For the young the prescription is clear, and it was unanimous: keep on exercising steadily all through life, avoid overeating, don't smoke, and try to keep out of stress situations of the type that are only frustrating and cannot end in the satisfaction of a challenge met and something accomplished. This last sounds like the advice, "Don't worry!" but actually it is not quite so fatuous. Several of the authorities in Burlington reported that the healthy, well-exercised man is not only more apt to be outwardly placid but that his inward (and involuntary) system is capable of reacting to stress much more equably than can the man with the loafer's heart.
For those who have subjected their hearts to long years of underexercise neglect, the prescription was also unanimous: get back into training by a graduated program of exercise. Walking is not bad; it simply is not enough. The University of Illinois' Dr. Thomas K. Cureton laid down the maxim that for an exercise program to do the aging male any good it must make him burn from 300 to 500 calories a day. Dr. Cureton scoffed at catchphrases such as "A few seconds a day of isometrics keeps unfitness away." (Isometric contraction got short shrift in Burlington, perhaps partly because its effects are concerned primarily with the voluntary muscles, and it does not provide a complete metabolic cycle even for these.) The days when men recovering from heart attacks were condemned to such utter inactivity that they soon died of inanition are gone, but most doctors have remained cautious indeed about how much exercise they prescribe, and how soon. Dr. Herman K. Hellerstein of Western Reserve used to be as cautious and skeptical as any. Now he is an ardent advocate of the testing of more radical rehabilitation methods. What converted Dr. Hellerstein was the discovery that one of his patients was also enrolled in a "continuous movement" program, following the Cureton doctrine, at Cleveland's Central YMCA. and was suffering no ill effects. Dr. Hellerstein was so impressed by what he saw at the Y that he started a reconditioning program of his own at a Cleveland Jewish community center. Recovered patients who still have 50% to 75% of their coronary artery flow shut off can be restored to near-normal function, he has found. One man who had a massive heart attack is now swimming a quarter of a mile a day.
Dr. Hellerstein feels that the physical educator should derive as much satisfaction from getting a handicapped heart patient to perform at near-normal levels as he would from training a normal subject to perform at championship levels. "This, for the subnormal, is the same as being an Olympic champion," he declared. "The idea that athletic facilities are only for competitive sports and winning trophies should be modified. The use of these facilities should be extended for the general improvement of health, for the also-rans as well as the star performers."
The unquestioned star of the Burlington show was Dr. Cureton, Dr. Physical Fitness himself. At 63, he has gained weight amidships but shows few other signs of aging. First he set forth his dogma: "The greatest need is to train the heart and breathing mechanisms by rhythmical endurance exercises done progressively longer and harder until the desired level of stamina is reached. The best type, short of advocating the overthrow of American recreations, is more walking of the strenuous hiking or racing-walk type. Also the loafer's jog for distance, and the interval training procedure carried out for half an hour to an hour each day, progressing from low to middle to high gear."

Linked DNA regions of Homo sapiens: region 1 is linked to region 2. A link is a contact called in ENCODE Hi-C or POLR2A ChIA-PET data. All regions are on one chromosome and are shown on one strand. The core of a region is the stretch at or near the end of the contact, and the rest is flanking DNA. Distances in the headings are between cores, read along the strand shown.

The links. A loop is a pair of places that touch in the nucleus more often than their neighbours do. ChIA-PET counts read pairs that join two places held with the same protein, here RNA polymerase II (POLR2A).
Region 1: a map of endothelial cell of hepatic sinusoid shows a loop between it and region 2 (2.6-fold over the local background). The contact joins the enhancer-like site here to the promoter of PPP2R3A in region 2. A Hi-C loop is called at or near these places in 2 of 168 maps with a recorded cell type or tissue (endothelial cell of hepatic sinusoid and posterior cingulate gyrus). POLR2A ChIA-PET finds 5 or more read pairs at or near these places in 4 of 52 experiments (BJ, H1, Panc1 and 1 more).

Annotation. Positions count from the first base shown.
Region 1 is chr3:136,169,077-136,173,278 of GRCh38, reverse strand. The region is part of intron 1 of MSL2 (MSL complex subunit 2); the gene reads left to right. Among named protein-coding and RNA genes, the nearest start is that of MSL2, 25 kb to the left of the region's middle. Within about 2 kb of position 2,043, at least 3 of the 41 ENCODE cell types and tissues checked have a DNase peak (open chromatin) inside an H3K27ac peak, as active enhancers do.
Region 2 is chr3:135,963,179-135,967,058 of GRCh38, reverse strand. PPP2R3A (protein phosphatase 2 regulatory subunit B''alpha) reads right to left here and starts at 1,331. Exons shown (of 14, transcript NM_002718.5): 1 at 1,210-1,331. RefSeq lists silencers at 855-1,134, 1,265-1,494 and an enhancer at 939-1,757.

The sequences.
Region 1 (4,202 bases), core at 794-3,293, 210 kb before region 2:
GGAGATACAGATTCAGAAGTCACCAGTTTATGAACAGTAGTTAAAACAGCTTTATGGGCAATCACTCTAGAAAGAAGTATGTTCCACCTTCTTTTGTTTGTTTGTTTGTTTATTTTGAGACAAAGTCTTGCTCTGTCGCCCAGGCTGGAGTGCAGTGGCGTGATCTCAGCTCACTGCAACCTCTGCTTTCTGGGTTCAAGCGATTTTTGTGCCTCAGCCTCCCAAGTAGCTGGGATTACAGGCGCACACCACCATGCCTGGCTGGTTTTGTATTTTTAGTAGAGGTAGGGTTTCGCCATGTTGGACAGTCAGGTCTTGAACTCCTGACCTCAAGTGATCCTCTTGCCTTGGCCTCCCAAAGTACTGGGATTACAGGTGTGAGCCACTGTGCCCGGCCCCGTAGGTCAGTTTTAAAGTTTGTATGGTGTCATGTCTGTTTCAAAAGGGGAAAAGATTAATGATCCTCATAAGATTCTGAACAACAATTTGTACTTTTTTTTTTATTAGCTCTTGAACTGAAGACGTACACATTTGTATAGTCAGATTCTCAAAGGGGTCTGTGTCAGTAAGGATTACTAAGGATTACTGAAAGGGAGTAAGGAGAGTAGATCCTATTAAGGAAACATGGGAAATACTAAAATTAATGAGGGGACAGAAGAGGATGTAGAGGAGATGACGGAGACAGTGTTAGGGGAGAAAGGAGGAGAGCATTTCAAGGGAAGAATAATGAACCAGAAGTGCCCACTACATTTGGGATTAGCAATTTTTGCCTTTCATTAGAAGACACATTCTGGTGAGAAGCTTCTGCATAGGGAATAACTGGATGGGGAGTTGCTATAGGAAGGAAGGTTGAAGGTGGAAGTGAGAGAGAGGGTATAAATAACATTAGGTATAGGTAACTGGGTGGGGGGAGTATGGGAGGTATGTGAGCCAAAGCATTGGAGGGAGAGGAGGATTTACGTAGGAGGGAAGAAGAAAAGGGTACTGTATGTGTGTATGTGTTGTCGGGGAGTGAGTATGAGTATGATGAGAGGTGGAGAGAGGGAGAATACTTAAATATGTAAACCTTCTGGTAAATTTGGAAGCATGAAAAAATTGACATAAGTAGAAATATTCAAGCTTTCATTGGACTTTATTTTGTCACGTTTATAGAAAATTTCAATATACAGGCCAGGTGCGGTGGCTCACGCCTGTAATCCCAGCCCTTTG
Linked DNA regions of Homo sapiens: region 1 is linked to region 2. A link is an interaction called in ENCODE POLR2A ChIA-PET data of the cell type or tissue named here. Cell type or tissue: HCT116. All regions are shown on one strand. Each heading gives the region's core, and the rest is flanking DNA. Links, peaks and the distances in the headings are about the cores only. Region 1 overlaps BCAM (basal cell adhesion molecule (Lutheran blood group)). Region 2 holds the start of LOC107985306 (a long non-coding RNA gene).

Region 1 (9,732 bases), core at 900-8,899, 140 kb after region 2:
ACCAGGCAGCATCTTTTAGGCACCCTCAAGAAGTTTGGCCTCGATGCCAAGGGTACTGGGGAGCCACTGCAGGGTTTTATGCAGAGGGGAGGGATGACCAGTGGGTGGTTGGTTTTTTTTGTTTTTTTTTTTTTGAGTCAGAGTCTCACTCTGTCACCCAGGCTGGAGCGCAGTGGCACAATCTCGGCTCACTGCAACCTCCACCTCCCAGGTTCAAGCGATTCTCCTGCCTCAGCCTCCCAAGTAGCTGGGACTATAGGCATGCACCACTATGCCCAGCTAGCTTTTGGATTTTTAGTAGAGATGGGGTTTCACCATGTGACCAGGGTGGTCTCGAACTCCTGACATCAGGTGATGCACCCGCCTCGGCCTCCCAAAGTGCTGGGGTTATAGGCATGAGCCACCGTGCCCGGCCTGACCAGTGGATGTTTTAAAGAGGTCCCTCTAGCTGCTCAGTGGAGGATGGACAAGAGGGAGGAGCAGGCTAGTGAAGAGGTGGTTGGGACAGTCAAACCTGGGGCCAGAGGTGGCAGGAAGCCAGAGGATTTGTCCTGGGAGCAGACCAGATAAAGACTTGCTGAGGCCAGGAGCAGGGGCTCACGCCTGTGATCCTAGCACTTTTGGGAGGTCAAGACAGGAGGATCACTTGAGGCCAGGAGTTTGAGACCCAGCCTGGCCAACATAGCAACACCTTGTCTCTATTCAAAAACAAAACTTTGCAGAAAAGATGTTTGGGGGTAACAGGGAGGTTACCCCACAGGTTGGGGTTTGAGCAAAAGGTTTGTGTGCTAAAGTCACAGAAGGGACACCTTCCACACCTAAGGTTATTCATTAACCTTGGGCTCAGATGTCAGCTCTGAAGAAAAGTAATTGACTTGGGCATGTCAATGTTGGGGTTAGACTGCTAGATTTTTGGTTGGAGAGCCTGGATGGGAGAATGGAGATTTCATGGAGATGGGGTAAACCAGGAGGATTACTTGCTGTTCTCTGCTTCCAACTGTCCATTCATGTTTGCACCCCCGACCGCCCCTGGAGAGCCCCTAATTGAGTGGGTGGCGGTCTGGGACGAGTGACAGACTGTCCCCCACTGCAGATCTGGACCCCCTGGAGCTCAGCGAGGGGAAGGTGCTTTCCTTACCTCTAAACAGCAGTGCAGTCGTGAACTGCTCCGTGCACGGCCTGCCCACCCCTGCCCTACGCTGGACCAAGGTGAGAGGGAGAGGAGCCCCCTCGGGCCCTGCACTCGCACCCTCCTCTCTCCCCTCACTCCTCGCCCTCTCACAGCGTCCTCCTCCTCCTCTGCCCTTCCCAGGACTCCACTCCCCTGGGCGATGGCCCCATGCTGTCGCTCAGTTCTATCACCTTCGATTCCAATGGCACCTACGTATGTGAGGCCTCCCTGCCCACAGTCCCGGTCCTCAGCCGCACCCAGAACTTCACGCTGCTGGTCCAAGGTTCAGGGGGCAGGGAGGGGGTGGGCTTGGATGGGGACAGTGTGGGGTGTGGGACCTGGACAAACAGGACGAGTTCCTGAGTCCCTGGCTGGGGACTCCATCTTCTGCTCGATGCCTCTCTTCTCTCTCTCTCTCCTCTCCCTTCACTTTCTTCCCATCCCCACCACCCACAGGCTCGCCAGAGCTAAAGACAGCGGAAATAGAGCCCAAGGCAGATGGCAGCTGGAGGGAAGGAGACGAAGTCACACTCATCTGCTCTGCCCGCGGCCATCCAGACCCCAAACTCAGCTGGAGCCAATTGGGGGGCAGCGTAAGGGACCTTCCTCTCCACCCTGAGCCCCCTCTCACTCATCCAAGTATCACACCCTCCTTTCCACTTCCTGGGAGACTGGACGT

Then Dr. Cureton demonstrated what he meant. He began, on his "warmup principle," with deep breathing to get more blood flowing. He walked, then did walking calisthenics, pumping and windmilling and swinging his arms, all the time breathing loudly, as he wants an exerciser's breathing to be heard. Next he began jogging. He did loose kicks and shakes, and walking with stretching, and the heel-toe racing walk. Dr. Cureton was still warming up with the "old man's marathon pace" and had been going 17 minutes before the first drop of sweat appeared. Then, amazingly, he went on with running sidesteps, two-step kicks, knee-to-chest hops and through a whole calisthenic repertoire for a solid hour. Dr. Cureton left every spectator exhausted by his virtuosity.
For the average man, this would be no more possible than it is for the average woman to dance The Dying Swan with the ripples of a Plisetskaya. And every man has to be pretty much his own doctor (until he gets sick). He must prescribe his own exercises, with running, swimming, jog-trotting and bicycling most likely to be effective. Even doctors do not know enough about the interactions of exercise and the heart to be able to give sound advice, and most of them set bad examples themselves. Physical education teachers, too, need to know more about the workings of the heart.
The most hopeful note from the Vermont conference was that at last some of the old jealousies are breaking down. Physicians and physiologists, sports medicine specialists and physiotherapists, rehabilitation experts and psychologists, biochemists and nutritionists, are getting together to seek ways to check the plague of premature heart disease that has been sweeping the Western world for half a century.